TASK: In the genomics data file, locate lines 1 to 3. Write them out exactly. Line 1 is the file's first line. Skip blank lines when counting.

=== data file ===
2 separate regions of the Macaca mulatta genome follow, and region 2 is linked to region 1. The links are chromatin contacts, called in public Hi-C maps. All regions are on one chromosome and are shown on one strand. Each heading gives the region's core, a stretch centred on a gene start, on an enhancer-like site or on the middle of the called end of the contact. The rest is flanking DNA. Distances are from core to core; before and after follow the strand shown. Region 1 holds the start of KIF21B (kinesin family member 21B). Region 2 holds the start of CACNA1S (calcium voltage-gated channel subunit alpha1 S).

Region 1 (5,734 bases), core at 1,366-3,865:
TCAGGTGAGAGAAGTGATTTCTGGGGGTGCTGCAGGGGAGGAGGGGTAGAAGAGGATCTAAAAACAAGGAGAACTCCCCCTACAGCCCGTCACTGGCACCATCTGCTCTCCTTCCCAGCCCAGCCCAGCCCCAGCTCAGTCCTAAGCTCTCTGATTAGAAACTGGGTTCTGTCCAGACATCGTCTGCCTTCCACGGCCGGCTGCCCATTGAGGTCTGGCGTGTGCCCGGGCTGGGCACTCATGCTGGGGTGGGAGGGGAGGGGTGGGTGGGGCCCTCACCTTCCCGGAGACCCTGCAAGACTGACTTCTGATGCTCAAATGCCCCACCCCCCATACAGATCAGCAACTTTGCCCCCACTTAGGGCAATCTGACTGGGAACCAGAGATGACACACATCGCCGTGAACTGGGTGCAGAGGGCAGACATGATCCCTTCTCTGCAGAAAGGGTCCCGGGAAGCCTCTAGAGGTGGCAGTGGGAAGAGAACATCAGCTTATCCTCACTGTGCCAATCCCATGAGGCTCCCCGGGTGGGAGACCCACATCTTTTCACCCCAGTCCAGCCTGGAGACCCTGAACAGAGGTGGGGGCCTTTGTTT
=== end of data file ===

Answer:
2 separate regions of the Macaca mulatta genome follow, and region 2 is linked to region 1. The links are chromatin contacts, called in public Hi-C maps. All regions are on one chromosome and are shown on one strand. Each heading gives the region's core, a stretch centred on a gene start, on an enhancer-like site or on the middle of the called end of the contact. The rest is flanking DNA. Distances are from core to core; before and after follow the strand shown. Region 1 holds the start of KIF21B (kinesin family member 21B). Region 2 holds the start of CACNA1S (calcium voltage-gated channel subunit alpha1 S).

Region 1 (5,734 bases), core at 1,366-3,865:
TCAGGTGAGAGAAGTGATTTCTGGGGGTGCTGCAGGGGAGGAGGGGTAGAAGAGGATCTAAAAACAAGGAGAACTCCCCCTACAGCCCGTCACTGGCACCATCTGCTCTCCTTCCCAGCCCAGCCCAGCCCCAGCTCAGTCCTAAGCTCTCTGATTAGAAACTGGGTTCTGTCCAGACATCGTCTGCCTTCCACGGCCGGCTGCCCATTGAGGTCTGGCGTGTGCCCGGGCTGGGCACTCATGCTGGGGTGGGAGGGGAGGGGTGGGTGGGGCCCTCACCTTCCCGGAGACCCTGCAAGACTGACTTCTGATGCTCAAATGCCCCACCCCCCATACAGATCAGCAACTTTGCCCCCACTTAGGGCAATCTGACTGGGAACCAGAGATGACACACATCGCCGTGAACTGGGTGCAGAGGGCAGACATGATCCCTTCTCTGCAGAAAGGGTCCCGGGAAGCCTCTAGAGGTGGCAGTGGGAAGAGAACATCAGCTTATCCTCACTGTGCCAATCCCATGAGGCTCCCCGGGTGGGAGACCCACATCTTTTCACCCCAGTCCAGCCTGGAGACCCTGAACAGAGGTGGGGGCCTTTGTTT